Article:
Chinese Patent-Infringer Backs US Patent Reform

By Peter Fricke

Needed a reason to be skeptical of U.S. patent reform? Here it is: Reform efforts now have the support of a Chinese company with a history of violating U.S. patents.

ZTE, a state-controlled Chinese telecommunications firm, announced in April that it would join the United for Patent Reform (UPR) coalition, according to TMC Net, leading some to worry that the reforms might enable Chinese firms to steal foreign technology more easily.

The coalition supports efforts to reform the U.S. patent system to prevent frivolous patent litigation, also known as patent trolling. Many believe trolling has become more common in recent years, thanks to the activities of patent assertion entities (PAE’s)— organizations that stockpile patents solely for the purpose of filing infringement suits, with no intention of putting the parents to productive use.

American Conservative Union Executive Director Dan Schneider, who lived in China during the 1980s, told The Daily Caller News Foundation that he believes ZTE’s actual motivation is to reduce the cost of acquiring new patents by making it more difficult for inventors to defend their intellectual property.

“The left, for decades, has attacked the notion of property — real property, personal property, and intellectual property — so it’s not at all surprising that a company backed by a Communist regime would be interested in destroying intellectual property,” Schneider said.

In recent years, ZTE has had numerous infringement claims filed against it by U.S. companies, including Vringo and Interdigital, both of which derive significant business from licensing their patent portfolios.

Moreover, a 2012 report put out by the House Intelligence Committee identified ZTE as a potential security threat, due to its ties to the Chinese government. The report recommends that neither the government nor the private sector do business with ZTE, particularly on projects involving sensitive telecommunications infrastructure.

“Chinese competition agencies are trying to make it as perilous as possible for an American company to prevent its intellectual property from being stolen in China,” Schneider said, noting that, “ZTE is essentially a wholly-owned subsidiary of Communist China,”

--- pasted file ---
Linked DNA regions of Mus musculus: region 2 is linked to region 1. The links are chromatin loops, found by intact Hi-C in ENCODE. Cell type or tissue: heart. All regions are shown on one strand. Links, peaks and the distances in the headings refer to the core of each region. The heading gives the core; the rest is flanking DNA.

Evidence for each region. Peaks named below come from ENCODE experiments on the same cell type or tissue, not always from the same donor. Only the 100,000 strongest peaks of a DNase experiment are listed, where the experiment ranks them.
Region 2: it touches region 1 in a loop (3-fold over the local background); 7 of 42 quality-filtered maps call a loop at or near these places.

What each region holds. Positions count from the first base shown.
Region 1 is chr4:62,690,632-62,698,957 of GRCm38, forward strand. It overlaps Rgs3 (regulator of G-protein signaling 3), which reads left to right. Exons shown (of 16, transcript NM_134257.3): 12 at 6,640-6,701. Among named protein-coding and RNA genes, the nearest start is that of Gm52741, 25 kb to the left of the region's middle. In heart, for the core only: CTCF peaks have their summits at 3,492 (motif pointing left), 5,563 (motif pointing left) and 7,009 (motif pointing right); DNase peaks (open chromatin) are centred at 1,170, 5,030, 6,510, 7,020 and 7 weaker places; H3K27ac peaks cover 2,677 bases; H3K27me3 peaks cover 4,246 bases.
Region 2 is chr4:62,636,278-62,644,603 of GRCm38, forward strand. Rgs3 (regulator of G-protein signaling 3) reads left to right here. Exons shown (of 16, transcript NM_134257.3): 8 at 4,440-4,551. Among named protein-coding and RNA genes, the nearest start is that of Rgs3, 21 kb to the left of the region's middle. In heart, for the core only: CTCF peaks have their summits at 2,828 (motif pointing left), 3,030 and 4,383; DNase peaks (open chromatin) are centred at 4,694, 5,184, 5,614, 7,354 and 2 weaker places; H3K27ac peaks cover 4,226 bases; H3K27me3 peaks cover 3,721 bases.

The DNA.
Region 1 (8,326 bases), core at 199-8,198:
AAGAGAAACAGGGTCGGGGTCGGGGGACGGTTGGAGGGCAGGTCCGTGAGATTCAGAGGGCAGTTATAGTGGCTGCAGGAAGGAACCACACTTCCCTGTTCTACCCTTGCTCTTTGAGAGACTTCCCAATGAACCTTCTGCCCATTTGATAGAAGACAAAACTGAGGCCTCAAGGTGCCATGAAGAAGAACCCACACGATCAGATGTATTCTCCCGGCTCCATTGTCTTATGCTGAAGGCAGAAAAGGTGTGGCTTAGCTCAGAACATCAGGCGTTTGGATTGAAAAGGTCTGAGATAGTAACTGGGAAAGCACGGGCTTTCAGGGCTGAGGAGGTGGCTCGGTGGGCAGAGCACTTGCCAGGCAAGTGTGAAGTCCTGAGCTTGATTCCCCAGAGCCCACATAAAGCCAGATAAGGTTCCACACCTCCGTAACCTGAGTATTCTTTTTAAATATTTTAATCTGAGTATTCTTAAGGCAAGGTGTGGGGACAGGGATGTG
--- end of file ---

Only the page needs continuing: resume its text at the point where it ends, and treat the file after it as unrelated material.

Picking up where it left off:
Shortly after ZTE joined the coalition, UPR put out a press release applauding the introduction in the Senate of the PATENT Act, which builds on similar legislation in the House called the Innovation Act. Both bills would attempt to limit patent trolling by requiring plaintiffs to detail their allegations more comprehensively when filing a claim, as well as by awarding attorney fees to defendants in cases that a judge declares frivolous.

According to a statement from Erik Telford, president of the Franklin Center, “Both the House and Senate legislation … will deliver a devastating blow to innovation and property rights. China would like nothing more than to see legislation pass that weakens U.S. patent protection and property rights so even more of American invented products can be ripped off.”

Schneider agreed, saying, “The Innovation Act weakens the hand of the actual inventor and strengthens the hand of the person who is unlawfully using patents. It becomes cost-prohibitive for the inventor to defend his or her property interests.”

ZTE, though, claims that it typically deals with around 50 cases brought by PAE’s at any given time, and believes that stricter standards such as those contained in the PATENT Act would dissuade patent trolls from sending unsubstantiated “demand letters” making vague infringement claims.

“Technology innovation is central to ZTE’s business as evidenced by our expanded patent portfolio of more than 60,000 patents filed,” said Lixin Cheng, chairman and CEO of ZTE USA, in a statement. “We hope that by joining other companies who share our mutual respect for intellectual property in the United for Patent Reform, we can encourage others to use their resources to develop new and innovative products for the consumer.”

Schneider challenged that characterization, telling TheDCNF that, “we cannot forget the lessons from Adam Smith: that it’s okay for one person to invent and another person to manufacture. That’s the whole idea of capitalism.”

“The UPR coalition is composed primarily of corporations that acquire patents far more often than they create patents,” he explained. “There’s a dispute between the inventors, who want patent protections to remain strong, and those who acquire patents, who want to reduce the cost of acquiring patents.”

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